Mark Rylance Is Cured by the Magic of Music in ‘Farinelli and the King’ on Broadway
The Daily Beast
December 17, 2017
There are a number of points of magic in Claire van Kampen’s Farinelli and the King, a Broadway transfer from the Sam Wanamaker Playhouse at Shakespeare’s Globe in London where the production played in 2015.
Some of these magic components are entirely expected and others pleasingly present themselves to you, and stay with you for two and a quarter hours.
These bewitching pivots help to carry you past the play’s thin and mostly wanly eventless plot, and the frustrating mysteries of some of the characters, because as soon as you step inside the Belasco Theatre it feels like a magic box, or TARDIS to the past. Be transported.
The first entirely expected magic component is the composer and playwright’s husband Mark Rylance (last seen as a unassuming but strong and determined boat savior in Christopher Nolan’s Dunkirk), whose name and fame possibly will motivate many of those buying tickets for this Broadway show to do so.
They will not be disappointed. Rylance plays King Philippe V of Spain, a mercurial 18th-century monarch who is alternately all-powerful and also a vulnerable, nervous wreck. In the pantheon of mad kings, he is a more prancing King Lear.
We first see him observing his best friend, a goldfish. One minute he wants to go to war, the next he wants to live in solitude in the woods, which he does. Rylance covers all his the king’s friable mental bases, wittily and sometimes terrifyingly. He talks to direct to us as a modern audience, an 18th-century audience, and sometimes he just mugs to us for the sake of it. A moment later he will be screaming on his knees.
The cure for the King’s psychological malady is the celebrated castrato singer, Farinelli, who Philippe’s wife Isabella Farnese (Melody Grove) comes to believe was the single thing that can rouse her husband from his depressions. And so, beyond the emotional tempests and strange, modern-worded outbursts Rylance executes, there is also the beautiful singing of Iestyn Davies, who sings on stage as the double of Sam Crane who plays Farinelli as an actual character.
They are dressed the same, and when Davies appears you know music will strike up. Davies sings nine arias in total—all from Handel operas—and these musical expositions are all so strikingly and beautifully executed they throw into cruel contrast the dramatic passages Crane must negotiate.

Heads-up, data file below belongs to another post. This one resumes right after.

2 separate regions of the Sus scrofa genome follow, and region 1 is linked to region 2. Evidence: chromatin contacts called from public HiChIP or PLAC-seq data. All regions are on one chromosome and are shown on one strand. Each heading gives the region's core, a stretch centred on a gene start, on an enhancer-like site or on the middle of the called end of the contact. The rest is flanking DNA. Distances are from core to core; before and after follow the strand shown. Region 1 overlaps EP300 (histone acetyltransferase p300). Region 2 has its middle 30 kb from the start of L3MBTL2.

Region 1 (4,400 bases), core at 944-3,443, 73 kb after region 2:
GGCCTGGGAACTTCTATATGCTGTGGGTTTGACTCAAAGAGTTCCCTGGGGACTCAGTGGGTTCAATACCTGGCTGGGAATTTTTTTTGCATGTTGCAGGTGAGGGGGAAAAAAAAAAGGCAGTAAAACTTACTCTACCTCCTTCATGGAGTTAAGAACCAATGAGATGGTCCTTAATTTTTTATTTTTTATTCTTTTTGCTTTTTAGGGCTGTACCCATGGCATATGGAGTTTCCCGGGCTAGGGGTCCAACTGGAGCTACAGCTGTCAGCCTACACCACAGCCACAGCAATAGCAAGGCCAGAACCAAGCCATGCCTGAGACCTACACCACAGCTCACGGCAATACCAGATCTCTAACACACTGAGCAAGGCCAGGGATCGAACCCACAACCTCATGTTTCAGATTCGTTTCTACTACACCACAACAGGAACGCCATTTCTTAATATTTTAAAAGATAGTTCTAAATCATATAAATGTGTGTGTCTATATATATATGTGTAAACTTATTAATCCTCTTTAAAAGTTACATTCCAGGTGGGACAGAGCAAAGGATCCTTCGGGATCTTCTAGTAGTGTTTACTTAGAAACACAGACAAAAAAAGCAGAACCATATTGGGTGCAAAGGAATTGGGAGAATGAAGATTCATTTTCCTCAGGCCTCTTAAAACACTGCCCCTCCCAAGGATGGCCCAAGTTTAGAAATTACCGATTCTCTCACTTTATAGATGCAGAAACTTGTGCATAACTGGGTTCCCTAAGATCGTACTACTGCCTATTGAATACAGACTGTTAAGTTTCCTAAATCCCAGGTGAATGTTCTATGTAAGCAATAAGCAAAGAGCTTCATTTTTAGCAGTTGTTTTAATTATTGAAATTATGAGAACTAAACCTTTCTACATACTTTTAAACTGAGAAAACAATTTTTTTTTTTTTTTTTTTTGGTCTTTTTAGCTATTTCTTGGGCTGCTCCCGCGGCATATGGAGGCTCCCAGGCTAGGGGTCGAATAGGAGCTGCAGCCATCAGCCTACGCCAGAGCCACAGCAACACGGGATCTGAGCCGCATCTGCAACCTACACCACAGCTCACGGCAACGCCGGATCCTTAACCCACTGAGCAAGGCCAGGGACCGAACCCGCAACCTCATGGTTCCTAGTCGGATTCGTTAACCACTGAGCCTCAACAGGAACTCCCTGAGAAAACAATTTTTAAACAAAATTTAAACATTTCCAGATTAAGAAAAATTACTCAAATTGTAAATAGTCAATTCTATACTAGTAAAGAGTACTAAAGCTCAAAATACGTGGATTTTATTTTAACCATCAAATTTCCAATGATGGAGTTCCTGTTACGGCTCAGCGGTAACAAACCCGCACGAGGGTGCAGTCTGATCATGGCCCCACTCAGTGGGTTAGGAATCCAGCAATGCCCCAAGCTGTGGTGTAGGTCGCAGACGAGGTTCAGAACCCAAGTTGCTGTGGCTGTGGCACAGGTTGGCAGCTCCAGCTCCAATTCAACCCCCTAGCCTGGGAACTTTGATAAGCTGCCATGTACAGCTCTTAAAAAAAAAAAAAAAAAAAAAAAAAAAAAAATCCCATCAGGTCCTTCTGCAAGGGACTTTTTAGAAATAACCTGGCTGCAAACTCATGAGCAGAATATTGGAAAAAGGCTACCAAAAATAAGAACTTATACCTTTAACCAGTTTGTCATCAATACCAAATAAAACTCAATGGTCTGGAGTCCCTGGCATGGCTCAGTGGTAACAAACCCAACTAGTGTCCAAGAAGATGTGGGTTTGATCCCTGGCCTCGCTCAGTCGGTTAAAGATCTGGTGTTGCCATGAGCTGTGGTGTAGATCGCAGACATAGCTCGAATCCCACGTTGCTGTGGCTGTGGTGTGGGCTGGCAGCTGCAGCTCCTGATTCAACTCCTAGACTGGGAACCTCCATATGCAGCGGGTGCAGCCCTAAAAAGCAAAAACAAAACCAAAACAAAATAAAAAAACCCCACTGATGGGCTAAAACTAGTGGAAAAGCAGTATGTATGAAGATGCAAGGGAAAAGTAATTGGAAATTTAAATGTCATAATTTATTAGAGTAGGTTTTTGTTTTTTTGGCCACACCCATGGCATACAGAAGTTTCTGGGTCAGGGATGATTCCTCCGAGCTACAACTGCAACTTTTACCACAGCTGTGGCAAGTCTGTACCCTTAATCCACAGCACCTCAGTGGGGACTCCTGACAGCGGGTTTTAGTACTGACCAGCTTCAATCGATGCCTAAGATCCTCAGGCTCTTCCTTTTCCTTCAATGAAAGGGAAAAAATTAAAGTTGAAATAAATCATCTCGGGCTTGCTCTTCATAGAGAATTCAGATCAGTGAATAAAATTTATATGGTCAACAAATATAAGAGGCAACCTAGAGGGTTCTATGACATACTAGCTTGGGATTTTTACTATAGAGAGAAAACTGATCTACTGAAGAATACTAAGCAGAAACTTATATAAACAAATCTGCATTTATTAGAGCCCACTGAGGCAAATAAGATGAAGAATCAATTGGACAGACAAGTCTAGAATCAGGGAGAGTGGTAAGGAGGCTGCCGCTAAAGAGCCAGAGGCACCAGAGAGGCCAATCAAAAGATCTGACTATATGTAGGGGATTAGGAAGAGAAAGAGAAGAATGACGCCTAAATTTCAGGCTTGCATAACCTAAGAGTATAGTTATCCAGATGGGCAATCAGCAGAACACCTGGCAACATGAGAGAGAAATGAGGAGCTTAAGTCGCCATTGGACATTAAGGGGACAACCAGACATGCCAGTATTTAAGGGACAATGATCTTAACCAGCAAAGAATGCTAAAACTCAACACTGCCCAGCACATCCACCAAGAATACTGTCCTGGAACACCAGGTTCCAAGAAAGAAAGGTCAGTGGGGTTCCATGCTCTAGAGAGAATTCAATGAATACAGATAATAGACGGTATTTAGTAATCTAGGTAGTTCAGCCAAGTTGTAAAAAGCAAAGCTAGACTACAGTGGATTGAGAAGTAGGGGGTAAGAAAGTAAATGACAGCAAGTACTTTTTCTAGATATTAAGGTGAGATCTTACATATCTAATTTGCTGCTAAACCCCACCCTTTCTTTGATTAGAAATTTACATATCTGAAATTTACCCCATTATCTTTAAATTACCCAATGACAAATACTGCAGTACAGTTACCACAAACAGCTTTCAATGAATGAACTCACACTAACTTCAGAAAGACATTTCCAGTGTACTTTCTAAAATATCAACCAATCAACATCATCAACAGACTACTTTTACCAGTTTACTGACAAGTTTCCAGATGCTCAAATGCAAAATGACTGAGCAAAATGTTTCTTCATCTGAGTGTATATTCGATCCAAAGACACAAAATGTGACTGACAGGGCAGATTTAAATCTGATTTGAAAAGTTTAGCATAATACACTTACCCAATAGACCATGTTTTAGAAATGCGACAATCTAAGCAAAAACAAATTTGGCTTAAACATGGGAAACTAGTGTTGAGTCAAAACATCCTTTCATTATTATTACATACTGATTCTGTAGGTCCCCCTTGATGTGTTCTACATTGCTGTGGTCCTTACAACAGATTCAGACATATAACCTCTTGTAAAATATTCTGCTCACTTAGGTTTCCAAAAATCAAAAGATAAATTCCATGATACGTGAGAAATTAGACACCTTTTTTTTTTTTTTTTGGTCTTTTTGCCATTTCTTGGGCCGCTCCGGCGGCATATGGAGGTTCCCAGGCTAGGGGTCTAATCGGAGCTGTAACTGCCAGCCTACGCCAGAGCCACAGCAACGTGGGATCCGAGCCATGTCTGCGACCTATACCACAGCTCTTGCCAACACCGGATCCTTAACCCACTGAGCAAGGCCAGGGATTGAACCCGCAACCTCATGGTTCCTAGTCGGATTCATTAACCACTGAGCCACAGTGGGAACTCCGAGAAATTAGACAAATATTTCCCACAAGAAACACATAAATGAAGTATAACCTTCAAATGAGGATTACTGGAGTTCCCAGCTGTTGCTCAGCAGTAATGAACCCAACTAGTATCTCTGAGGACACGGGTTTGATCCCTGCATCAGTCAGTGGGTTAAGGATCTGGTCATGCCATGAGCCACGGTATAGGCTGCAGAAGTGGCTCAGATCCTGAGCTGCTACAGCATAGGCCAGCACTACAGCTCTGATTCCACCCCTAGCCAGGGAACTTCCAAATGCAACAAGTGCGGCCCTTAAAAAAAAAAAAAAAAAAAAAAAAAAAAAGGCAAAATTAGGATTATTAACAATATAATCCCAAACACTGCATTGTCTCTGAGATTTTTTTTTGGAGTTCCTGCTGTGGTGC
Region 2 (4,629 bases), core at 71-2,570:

Davies’ singing is peerless, yet dramatically it never feels as if we get at the heart of Farinelli (beyond coming to understand how upsetting and destabilizing it was to be castrated at a young age). Farinelli’s relationship with the King, which the title implies is the impetus of the piece, is also a puzzle.
We can see how desperate the King is to have Farinelli around, and we can see how desperate the queen is to have Farinelli around, as it makes her life and marriage—and the unpredictable rages of her husband—that much bit easier to handle.
But the play doesn’t properly bring to knowable life Farinelli himself, his life, his desires, what he gets out of being this very special member of court. Crane plays as a shy, regular guy, rather than one of the most famous opera singers of all time. (Gérard Corbiau’s 1994 movie bought him to slightly more vivid life, but was not loved by the critics.)
There is one moment in the play, just one, when the King and Farinelli’s relationship is freighted with an ambiguous intimacy, and it was quickly cast aside.
Instead, there is a subplot about the machinations of John Rich (Colin Hurley), the producer who managed the Theatre Royal, in Covent Garden, and who wanted Farinelli back on the boards in London earning him some money, as opposed to being a royal plaything.
Throughout, both in Spain and London, van Kampen wants to underline what a crucial moment this was in terms of the evolution of theater itself, the notion of audience; and so it is we find ourselves imagined by the King nervously as his woodland audience. The actors peer out at us so tentatively we truly imagine ourselves as their first pairs of eyes. Some of the audience sits on the stage itself.
A romantic sub-plot also blooms between Farinelli and Isabella. You fear for them when the King finds out, but Grove plays Isabella with an intriguing double-edgedness to her. She is sharp and witty, yet devoted and pliant. She knows how to negotiate and survive the intrigues of court life. Grove is such a charismatic performer, more from her would have been welcome too.
The play, to be fair, does not aspire to be encyclopedic. It is, like Farinelli’s operas, an entertainment—and one specifically for Rylance to play with all manner of facial expressions and tones.
If the story palls, look around you. Director John Dove uses every bit of the theater, with actors going up and down the aisles, and musicians, led by Robert Howarth on harpsichord, placed in the gods. Jonathan Fensom’s design is your own visual test for the evening: The theater is lushly paneled, as if we are indeed at court, with descending screens signifying different settings.
But the other bit of truly crucial magic is Paul Russell’s lighting. Six chandeliers filled with candles act as the stage’s main illumination. There are candles all around the stage in boxes. Where is the other light coming from? Seemingly from the existing, beautiful lighting of the Belasco, which is variously raised and lowered in intensity. Perhaps Russell has hidden other lighting genius more surreptitiously. Whatever, your eyes and ears will leave Farinelli happy indeed.